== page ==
A typical computer chip includes millions of transistors connected with an extensive network of copper wires. Although chip wires are unimaginably short and thin compared to household wires both have one thing in common: in each case the copper is wrapped within a protective sheath.
For years a material called tantalum nitride has formed protective layer in chip wires.
Now Stanford-led experiments demonstrate that a different sheathing material, graphene, can help electrons scoot through tiny copper wires in chips more quickly.
Graphene is a single layer of carbon atoms arranged in a strong yet thin lattice. Stanford electrical engineer H.-S. Philip Wong says this modest fix, using graphene to wrap wires, could allow transistors to exchange data faster than is currently possible. And the advantages of using graphene would become greater in the future as transistors continue to shrink.
"Researchers have made tremendous advances on all of the other components in chips but recently, there hasn't been much progress on improving the performance of the wires," he said.
Wong led a team of six researchers, including two from the University of Wisconsin-Madison, who will present their findings at the Symposia of VLSI Technology and Circuits in Kyoto, a leading venue for the electronics industry.
Ling Li, a graduate student in electrical engineering at Stanford and first author of the research paper, explained why changing the exterior wrapper on connecting wires can have such a big impact on chip performance.
It begins with understanding the dual role of this protective layer: it isolates the copper from the silicon on the chip and also serve to conduct electricity.
On silicon chips, the transistors act like tiny gates to switch electrons on or off. That switching function is how transistors process data.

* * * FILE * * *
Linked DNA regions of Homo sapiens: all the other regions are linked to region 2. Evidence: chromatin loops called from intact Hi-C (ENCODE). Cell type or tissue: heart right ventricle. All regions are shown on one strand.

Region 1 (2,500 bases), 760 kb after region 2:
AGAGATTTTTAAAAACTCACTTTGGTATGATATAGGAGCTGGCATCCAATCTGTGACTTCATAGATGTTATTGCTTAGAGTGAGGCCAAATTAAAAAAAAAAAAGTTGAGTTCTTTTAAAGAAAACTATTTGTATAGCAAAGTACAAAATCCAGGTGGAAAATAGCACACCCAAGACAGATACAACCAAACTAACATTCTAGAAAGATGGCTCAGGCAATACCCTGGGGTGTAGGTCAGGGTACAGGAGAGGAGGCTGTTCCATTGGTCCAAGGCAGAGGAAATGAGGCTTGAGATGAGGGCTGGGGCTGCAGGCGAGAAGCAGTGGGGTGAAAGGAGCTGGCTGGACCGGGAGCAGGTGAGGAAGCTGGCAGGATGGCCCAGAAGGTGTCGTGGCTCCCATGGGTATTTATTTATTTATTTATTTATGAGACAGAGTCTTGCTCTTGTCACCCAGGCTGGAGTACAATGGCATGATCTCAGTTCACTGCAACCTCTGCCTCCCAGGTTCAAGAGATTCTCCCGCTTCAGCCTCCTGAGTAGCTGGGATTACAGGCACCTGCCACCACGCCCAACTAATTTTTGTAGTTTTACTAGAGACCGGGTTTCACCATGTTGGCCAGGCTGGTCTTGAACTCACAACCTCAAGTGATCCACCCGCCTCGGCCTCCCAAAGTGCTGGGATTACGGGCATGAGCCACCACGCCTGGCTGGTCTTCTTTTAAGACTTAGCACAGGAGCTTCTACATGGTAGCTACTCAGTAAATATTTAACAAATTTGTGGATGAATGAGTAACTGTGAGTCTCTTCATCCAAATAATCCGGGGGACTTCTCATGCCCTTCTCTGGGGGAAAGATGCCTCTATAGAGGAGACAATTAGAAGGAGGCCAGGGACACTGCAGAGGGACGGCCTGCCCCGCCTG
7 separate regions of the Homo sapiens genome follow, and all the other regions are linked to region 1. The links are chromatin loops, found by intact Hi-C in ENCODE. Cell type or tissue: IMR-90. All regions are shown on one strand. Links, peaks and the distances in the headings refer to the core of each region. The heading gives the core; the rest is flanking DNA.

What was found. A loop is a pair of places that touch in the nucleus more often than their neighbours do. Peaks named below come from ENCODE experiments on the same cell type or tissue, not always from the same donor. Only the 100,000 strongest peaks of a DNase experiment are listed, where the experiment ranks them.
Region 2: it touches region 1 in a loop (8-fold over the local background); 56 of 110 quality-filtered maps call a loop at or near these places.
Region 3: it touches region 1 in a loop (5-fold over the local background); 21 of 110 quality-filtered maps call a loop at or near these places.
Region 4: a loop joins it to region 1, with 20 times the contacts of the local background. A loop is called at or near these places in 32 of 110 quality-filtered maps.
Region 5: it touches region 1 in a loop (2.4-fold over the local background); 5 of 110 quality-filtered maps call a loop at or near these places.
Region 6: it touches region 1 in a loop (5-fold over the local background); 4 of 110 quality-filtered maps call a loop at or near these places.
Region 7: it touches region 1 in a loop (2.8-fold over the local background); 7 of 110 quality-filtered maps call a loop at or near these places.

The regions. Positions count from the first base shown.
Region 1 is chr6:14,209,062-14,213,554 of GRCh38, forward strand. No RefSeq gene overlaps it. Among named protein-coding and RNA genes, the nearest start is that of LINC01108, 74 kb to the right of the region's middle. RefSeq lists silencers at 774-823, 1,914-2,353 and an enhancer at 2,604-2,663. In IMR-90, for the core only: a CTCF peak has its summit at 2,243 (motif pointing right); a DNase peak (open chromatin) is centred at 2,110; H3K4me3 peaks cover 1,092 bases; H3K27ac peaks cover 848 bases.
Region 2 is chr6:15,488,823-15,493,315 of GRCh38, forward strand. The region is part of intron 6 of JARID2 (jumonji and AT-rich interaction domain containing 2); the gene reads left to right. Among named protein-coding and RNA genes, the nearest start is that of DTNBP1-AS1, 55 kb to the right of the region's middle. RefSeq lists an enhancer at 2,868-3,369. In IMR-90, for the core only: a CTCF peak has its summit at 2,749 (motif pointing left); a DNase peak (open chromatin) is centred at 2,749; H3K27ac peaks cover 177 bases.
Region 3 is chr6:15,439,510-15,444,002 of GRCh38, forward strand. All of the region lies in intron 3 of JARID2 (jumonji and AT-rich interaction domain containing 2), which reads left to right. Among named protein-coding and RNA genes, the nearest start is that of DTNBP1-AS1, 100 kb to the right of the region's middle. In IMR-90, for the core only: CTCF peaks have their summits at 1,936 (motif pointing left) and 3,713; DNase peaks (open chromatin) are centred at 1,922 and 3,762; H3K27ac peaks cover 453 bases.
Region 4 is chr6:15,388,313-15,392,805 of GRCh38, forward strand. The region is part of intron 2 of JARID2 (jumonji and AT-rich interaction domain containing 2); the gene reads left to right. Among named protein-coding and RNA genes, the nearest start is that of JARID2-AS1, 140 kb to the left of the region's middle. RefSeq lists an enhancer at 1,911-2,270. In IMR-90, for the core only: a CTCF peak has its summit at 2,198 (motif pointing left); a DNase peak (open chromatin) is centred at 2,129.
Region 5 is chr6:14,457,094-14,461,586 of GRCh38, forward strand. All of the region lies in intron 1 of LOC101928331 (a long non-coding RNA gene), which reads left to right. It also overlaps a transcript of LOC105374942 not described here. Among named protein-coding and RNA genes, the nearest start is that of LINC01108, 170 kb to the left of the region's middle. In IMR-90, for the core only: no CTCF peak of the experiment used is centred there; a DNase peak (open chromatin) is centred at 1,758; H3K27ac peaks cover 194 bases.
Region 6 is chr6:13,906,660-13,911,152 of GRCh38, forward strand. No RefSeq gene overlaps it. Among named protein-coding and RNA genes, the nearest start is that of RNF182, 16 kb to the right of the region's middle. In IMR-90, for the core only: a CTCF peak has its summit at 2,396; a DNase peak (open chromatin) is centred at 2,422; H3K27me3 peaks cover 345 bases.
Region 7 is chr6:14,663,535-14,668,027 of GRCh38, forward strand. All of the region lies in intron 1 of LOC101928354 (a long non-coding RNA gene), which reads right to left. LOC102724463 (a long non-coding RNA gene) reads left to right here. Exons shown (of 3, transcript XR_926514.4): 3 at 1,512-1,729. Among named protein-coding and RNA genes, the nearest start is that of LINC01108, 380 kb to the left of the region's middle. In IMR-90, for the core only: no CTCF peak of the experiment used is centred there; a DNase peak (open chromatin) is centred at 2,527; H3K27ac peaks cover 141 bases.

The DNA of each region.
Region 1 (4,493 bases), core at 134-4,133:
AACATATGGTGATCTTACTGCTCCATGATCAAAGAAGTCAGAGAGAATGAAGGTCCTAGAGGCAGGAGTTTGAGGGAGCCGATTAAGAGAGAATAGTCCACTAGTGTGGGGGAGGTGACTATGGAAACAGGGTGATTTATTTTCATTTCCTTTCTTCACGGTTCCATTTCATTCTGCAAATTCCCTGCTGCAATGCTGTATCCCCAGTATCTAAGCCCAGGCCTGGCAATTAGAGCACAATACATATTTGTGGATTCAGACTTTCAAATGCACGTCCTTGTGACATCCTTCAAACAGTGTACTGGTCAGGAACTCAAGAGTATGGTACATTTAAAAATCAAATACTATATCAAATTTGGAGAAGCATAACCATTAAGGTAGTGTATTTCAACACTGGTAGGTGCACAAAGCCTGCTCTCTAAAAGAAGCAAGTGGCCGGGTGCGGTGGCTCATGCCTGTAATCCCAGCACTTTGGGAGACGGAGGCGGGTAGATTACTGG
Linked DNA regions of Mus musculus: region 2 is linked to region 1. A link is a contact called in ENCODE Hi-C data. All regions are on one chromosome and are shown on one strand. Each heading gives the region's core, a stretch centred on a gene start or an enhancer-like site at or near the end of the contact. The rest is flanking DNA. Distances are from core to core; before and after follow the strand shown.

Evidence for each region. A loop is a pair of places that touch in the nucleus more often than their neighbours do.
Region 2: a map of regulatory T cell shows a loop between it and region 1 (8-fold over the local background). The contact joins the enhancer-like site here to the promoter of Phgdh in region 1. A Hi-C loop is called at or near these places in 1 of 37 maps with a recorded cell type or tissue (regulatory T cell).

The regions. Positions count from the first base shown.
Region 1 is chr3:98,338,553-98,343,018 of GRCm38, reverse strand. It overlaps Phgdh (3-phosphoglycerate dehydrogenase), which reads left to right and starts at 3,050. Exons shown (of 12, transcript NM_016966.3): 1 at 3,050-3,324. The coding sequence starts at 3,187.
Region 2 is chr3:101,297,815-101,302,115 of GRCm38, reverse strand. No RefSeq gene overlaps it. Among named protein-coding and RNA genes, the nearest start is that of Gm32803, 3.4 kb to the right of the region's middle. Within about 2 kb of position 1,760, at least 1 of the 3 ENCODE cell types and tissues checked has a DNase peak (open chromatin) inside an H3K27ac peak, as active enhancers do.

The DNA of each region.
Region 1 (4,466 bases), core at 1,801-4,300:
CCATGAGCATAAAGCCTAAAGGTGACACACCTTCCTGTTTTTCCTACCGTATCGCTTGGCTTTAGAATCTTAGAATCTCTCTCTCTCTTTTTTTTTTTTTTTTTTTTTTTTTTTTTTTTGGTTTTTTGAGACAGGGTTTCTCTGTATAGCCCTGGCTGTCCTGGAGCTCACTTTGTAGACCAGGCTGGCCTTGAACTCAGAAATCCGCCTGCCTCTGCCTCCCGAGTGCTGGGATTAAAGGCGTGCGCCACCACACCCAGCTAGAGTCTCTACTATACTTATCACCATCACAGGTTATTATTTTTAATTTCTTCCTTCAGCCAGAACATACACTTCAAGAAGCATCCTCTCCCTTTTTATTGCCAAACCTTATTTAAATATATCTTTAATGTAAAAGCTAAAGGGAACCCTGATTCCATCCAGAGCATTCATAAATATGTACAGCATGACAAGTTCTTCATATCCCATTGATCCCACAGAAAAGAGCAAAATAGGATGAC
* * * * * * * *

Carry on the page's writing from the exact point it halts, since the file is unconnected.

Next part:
The copper wires between the transistors transport this data once it is processed.
The isolating material--currently tantalum nitride--keeps the copper from migrating into the silicon transistors and rendering them non-functional.
Why switch to graphene?
Two reasons, starting with the ceaseless desire to keep making electronic components smaller.
When the Stanford team used the thinnest possible layer of tantalum nitride needed to perform this isolating function, they found that the industry-standard was eight times thicker than the graphene layer that did the same work.
Graphene had a second advantage as a protective sheathing and here it's important to differentiate how this outer layer functions in chip wires versus a household wires.
In house wires the outer layer insulates the copper to prevent electrocution or fires.
In a chip the layer around the wires is a barrier to prevent copper atoms from infiltrating the silicon. Were that to happen the transistors would cease to function. So the protective layer isolates the copper from the silicon
The Stanford experiment showed that graphene could perform this isolating role while also serving as an auxiliary conductor of electrons. Its lattice structure allows electrons to leap from carbon atom to carbon atom straight down the wire, while effectively containing the copper atoms within the copper wire.
These benefits--the thinness of the graphene layer and its dual role as isolator and auxiliary conductor--allow this new wire technology to carry more data between transistors, speeding up overall chip performance in the process.
In today's chips the benefits are modest; a graphene isolator would boost wire speeds from four percent to 17 percent, depending on the length of the wire.
But as transistors and wires continue to shrink in size, the benefits of the ultrathin yet conductive graphene isolator become greater. The Stanford engineers estimate that their technology could increase wire speeds by 30 percent in the next two generations
The Stanford researchers think the promise of faster computing will induce other researchers to get interested in wires, and help to overcome some of the hurdles needed to take this proof of principle into common practice.
This would include techniques to grow graphene, especially growing it directly onto wires while chips are being mass-produced. In addition to his University of Wisconsin collaborator Professor Michael Arnold, Wong cited Purdue University Professor Zhihong Chen. Wong noted that the idea of using graphene as an isolator was inspired by Cornell University Professor Paul McEuen and his pioneering research on the basic properties of this marvelous material. Alexander Balandin of the University of California-Riverside has also made contributions to using graphene in chips.
"Graphene has been promised to benefit the electronics industry for a long time, and using it as a copper barrier is perhaps the first realization of this promise," Wong said.
The Stanford-led experiments were sponsored in part by STARnet FAME Center, the National Science Foundation and the Stanford Initiative for Nanoscale Materials and Processes.
Tom Abate, Associate Director of Communications, Stanford Engineering, email@example.com, 650-736-2245